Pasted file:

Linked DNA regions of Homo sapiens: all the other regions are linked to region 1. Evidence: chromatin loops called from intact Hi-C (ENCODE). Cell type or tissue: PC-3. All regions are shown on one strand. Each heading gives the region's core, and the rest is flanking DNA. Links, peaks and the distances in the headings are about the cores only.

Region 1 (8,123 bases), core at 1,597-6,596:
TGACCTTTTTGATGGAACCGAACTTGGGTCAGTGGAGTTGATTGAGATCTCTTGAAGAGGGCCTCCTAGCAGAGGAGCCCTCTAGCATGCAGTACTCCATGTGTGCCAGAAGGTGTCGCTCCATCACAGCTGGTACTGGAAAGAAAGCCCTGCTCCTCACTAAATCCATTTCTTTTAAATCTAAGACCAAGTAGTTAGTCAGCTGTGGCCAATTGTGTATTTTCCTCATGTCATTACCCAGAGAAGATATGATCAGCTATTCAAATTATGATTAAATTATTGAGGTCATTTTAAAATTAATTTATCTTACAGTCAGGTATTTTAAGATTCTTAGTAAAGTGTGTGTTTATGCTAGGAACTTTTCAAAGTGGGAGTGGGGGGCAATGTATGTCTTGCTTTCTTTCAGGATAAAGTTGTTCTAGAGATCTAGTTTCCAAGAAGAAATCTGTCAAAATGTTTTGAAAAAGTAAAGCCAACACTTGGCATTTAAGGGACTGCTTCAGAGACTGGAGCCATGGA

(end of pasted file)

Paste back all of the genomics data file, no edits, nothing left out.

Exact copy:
Linked DNA regions of Homo sapiens: all the other regions are linked to region 1. Evidence: chromatin loops called from intact Hi-C (ENCODE). Cell type or tissue: PC-3. All regions are shown on one strand. Each heading gives the region's core, and the rest is flanking DNA. Links, peaks and the distances in the headings are about the cores only.

Region 1 (8,123 bases), core at 1,597-6,596:
TGACCTTTTTGATGGAACCGAACTTGGGTCAGTGGAGTTGATTGAGATCTCTTGAAGAGGGCCTCCTAGCAGAGGAGCCCTCTAGCATGCAGTACTCCATGTGTGCCAGAAGGTGTCGCTCCATCACAGCTGGTACTGGAAAGAAAGCCCTGCTCCTCACTAAATCCATTTCTTTTAAATCTAAGACCAAGTAGTTAGTCAGCTGTGGCCAATTGTGTATTTTCCTCATGTCATTACCCAGAGAAGATATGATCAGCTATTCAAATTATGATTAAATTATTGAGGTCATTTTAAAATTAATTTATCTTACAGTCAGGTATTTTAAGATTCTTAGTAAAGTGTGTGTTTATGCTAGGAACTTTTCAAAGTGGGAGTGGGGGGCAATGTATGTCTTGCTTTCTTTCAGGATAAAGTTGTTCTAGAGATCTAGTTTCCAAGAAGAAATCTGTCAAAATGTTTTGAAAAAGTAAAGCCAACACTTGGCATTTAAGGGACTGCTTCAGAGACTGGAGCCATGGA